The Ghan from Alice Springs to Darwin in Australia’s Northern Territory (NT) did include one off-the-train excursion, a Nitmiluk Gorge cruise.  “Relax as you discover the grandeurs of one of the NT’s most monumental natural wonders,” its brochure raved in wild overstatement.  This experience was OK but not unlike many similar ones that Ruth and I have experienced in The Kimberly.  Jamie helped make it seem far better.

The Northern Territory is the only area of Australia with 2 World Heritage National Parks.   Nitmiluk is not one of them.  They are Kakadu and Uluru-Kata Tjuta, formerly known as Ayers Rock.  Most people traveling to The Outback in this vast continent-country are going to one or the other, or both, of these.  There are 22 other national parks in this Territory.   Australia has more  than 500 national parks.  The exact number is never stated, perhaps because more are being added each year.  Not all of them have rock art like Nitmiluk.

Katherine, which has been the service center of a vast region and a town that is very hot most of the year, has grown to be something of a travel center too.  The Katherine Gorge, home to Nitmiluk National Park, is about 18 miles northeast of this town, which has grown from 250 people to around 10,000 since the 1930s.   A lot of its residents are Aboriginals like Jamie or seasonal Caucasians.  We were there just at the end of the rainy season.

The traditional Aboriginals of this region are the Jawoyn people.  Some of their rock art in this gorge has been there for 40,000 years.  Jamie told us about the 46 fish species in this gorge (90% of its water is underground), the kinds of trees we were seeing like silverleaf paperbarks, the chalky native fruit his people depend upon, etc.  He even told us about Jeda, one of the first Australian films in color.  Made in 1955, Jeda was well-known to the 50 people on this boat who were grinning and nodding their heads while Jamie told us about a movie that I had never heard of.  He told us that male barramundi become female to breed, and that his people have 2 explanations for the presence of this gorge–an earthquake or a dragon/snake carved it.  Jamie had probably told this to groups like us for many years, but his presentation sounded fresh and full of pride.  He pointed to one of the resident crocs and told us that they were getting bigger because they’re now protected.  I complimented him on his talk as we exited the boat after we saw the ancient rock art that was mostly reclining humans or local animals.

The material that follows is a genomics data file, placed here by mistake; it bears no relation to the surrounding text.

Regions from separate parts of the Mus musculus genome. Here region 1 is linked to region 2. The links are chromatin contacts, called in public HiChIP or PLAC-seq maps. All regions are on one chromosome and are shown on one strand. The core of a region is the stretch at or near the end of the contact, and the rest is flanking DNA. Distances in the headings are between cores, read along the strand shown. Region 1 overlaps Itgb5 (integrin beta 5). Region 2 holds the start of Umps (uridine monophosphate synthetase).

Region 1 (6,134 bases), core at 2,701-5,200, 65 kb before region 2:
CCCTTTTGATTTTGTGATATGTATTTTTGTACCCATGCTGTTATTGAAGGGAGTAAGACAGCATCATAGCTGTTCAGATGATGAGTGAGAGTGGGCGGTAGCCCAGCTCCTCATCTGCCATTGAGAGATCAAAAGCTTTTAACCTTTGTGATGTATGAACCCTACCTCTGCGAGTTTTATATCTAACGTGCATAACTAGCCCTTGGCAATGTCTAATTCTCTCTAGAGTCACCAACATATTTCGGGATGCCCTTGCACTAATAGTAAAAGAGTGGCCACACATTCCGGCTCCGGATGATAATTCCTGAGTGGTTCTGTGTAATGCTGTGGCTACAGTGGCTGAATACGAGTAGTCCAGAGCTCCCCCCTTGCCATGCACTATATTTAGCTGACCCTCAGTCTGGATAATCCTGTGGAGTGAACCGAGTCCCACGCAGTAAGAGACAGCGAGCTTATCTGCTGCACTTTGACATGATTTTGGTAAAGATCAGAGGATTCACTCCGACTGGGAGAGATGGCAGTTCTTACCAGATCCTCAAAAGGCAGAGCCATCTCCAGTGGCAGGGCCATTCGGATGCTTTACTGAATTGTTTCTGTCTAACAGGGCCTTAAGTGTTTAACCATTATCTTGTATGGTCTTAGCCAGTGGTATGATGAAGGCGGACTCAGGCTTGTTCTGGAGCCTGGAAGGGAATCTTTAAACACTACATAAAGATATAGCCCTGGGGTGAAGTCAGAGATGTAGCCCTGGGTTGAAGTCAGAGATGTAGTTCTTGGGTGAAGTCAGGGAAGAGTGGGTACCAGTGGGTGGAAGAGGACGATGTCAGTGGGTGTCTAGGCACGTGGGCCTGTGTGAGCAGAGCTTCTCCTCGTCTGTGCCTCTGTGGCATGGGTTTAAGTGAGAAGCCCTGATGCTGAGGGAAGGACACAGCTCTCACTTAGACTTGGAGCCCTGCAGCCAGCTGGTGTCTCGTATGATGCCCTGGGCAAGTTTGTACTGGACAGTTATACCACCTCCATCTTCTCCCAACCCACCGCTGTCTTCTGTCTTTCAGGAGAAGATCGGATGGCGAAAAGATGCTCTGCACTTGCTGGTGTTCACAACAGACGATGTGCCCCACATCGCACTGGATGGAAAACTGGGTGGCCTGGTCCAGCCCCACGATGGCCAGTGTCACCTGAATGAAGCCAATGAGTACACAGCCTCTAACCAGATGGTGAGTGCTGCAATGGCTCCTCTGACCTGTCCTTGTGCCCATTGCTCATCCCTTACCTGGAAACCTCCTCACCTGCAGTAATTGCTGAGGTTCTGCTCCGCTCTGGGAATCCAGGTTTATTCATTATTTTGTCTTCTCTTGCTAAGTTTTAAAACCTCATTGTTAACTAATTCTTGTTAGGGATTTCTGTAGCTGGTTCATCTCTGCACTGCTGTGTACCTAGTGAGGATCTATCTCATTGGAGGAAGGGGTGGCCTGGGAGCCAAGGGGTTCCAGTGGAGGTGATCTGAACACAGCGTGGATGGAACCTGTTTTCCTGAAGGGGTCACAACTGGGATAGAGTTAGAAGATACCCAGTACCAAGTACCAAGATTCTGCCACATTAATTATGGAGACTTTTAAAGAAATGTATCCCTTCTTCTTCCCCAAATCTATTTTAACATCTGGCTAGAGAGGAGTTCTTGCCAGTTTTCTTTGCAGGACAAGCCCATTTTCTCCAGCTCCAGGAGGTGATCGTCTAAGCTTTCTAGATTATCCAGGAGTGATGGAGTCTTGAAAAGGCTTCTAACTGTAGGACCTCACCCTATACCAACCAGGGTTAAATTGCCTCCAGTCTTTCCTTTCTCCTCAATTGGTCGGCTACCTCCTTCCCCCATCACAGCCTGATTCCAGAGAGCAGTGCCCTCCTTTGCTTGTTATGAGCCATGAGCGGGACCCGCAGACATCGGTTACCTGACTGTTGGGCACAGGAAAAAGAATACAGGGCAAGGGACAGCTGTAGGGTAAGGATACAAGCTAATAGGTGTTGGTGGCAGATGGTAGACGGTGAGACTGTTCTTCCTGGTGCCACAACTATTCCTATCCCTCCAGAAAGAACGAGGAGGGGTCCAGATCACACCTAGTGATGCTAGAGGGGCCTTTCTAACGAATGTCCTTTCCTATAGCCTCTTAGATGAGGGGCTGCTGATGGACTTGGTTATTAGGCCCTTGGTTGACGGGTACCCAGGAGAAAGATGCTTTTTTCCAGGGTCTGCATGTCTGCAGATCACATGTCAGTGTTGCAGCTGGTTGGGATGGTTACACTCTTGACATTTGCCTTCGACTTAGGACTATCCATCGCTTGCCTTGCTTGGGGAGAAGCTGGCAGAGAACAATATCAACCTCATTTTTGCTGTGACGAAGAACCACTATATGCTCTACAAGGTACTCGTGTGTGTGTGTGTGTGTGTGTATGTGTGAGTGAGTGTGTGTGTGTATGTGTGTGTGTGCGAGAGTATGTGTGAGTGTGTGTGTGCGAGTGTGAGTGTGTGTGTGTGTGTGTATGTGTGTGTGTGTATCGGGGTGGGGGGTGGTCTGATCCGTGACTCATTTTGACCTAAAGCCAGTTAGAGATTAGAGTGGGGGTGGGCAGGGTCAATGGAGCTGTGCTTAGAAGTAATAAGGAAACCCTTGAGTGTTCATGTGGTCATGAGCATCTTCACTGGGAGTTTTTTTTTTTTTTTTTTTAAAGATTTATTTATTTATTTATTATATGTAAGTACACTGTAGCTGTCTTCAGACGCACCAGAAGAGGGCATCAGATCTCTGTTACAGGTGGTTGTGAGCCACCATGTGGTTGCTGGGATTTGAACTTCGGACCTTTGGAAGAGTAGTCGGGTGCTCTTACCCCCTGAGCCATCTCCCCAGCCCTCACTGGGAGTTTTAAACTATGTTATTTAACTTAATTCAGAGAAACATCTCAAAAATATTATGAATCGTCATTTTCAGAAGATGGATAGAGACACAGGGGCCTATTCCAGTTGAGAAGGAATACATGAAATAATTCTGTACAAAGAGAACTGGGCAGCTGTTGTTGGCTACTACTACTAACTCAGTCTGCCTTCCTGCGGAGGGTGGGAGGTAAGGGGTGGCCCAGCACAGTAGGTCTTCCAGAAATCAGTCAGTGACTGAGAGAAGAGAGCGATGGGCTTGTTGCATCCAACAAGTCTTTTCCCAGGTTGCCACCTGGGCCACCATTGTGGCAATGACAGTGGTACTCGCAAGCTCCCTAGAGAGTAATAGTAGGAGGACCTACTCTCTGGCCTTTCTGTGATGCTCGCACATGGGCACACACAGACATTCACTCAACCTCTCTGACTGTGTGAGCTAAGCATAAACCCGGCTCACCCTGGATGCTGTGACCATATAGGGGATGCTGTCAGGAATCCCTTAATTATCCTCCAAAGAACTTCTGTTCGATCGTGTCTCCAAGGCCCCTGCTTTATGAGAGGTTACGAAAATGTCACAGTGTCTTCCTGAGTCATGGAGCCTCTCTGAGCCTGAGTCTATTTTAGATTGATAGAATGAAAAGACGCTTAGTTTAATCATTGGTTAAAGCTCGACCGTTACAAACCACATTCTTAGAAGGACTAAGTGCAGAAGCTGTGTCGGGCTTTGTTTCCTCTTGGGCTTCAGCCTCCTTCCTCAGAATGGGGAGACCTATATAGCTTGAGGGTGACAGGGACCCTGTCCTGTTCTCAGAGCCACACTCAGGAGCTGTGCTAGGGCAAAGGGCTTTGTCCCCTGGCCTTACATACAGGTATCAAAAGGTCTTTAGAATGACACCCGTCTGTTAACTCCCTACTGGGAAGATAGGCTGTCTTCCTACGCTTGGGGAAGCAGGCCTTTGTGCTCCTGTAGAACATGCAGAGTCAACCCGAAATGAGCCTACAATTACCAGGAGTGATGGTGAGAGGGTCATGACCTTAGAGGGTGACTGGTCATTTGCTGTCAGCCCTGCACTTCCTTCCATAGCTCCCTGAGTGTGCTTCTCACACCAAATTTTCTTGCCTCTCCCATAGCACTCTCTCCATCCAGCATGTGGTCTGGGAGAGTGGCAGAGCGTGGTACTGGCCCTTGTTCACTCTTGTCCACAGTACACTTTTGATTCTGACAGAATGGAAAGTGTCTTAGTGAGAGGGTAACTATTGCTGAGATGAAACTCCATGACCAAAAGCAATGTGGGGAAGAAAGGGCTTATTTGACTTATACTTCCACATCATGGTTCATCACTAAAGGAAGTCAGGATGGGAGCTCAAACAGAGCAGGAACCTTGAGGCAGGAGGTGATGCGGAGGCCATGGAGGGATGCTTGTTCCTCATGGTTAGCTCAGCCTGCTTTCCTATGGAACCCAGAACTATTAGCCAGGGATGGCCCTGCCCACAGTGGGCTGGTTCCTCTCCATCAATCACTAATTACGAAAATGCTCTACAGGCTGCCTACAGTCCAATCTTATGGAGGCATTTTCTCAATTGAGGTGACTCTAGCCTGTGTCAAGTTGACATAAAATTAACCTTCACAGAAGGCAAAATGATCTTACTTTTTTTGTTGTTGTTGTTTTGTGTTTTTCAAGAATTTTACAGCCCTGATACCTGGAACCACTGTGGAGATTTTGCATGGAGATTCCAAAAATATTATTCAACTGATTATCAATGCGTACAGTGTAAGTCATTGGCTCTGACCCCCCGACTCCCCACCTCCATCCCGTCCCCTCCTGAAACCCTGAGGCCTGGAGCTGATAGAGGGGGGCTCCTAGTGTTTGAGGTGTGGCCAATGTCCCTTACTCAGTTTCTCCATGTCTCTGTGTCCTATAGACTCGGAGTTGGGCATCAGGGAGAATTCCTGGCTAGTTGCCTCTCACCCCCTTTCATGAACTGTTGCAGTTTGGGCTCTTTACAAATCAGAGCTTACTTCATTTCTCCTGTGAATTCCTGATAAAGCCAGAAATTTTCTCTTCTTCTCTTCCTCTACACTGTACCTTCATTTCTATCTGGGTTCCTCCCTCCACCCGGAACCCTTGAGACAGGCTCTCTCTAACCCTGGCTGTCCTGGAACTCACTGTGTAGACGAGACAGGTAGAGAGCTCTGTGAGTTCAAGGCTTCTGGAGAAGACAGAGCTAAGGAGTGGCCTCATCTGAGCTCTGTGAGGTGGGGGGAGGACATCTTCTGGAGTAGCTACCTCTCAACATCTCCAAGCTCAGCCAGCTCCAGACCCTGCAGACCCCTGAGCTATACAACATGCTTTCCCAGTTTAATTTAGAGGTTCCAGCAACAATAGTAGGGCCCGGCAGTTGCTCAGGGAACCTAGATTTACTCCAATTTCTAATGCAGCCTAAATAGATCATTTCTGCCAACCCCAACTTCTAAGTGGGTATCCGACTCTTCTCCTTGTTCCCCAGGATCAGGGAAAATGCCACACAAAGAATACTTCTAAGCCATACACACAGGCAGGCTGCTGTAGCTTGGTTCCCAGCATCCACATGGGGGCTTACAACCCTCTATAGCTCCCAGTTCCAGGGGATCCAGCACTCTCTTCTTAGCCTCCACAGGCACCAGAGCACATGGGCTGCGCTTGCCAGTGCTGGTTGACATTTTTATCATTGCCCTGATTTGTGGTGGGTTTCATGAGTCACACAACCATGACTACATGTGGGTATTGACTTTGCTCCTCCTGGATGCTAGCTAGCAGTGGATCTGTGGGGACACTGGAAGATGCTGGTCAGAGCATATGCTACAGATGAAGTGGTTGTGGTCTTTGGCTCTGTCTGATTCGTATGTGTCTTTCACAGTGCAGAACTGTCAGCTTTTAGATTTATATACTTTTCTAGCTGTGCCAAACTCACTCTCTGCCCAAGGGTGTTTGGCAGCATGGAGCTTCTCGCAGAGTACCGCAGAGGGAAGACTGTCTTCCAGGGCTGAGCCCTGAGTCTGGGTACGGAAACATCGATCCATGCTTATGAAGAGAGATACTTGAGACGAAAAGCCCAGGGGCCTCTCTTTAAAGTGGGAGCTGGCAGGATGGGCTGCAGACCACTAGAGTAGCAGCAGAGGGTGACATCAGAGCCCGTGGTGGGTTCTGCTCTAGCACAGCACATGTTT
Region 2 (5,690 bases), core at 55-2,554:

If it hadn’t been for Jamie, this would have been a waste of time.



About roadsrus

Since the beginning, I've had to avoid writing about the downside of travel in order to sell more than 100 articles. Just because something negative happened doesn't mean your trip was ruined. But tell that to publishers who are into 5-star cruise and tropical beach fantasies. I want to tell what happened on my way to the beach, and it may not have been all that pleasant. My number one rule of the road's disaster is tomorrow's great story. My travel experiences have appeared in about twenty magazines and newspapers. I've been in all 50 states more than once and more than 50 countries. Ruth and I love to travel internationally--Japan, Canada, China, Argentina, Hungary, Iceland, Italy, etc. Within the next 2 years we will have visited all of the European countries. But our favorite destination is Australia. Ruth and I have been there 9 times. I've written a book about Australia's Outback, ALONE NEAR ALICE, which is available through both Amazon & Barnes & Noble. My first fictional work, MOVING FORWARD, GETTING NOWHERE, has recently been posted on Amazon. It's a contemporary, hopefully funny re-telling of The Odyssey. View all posts by roadsrus

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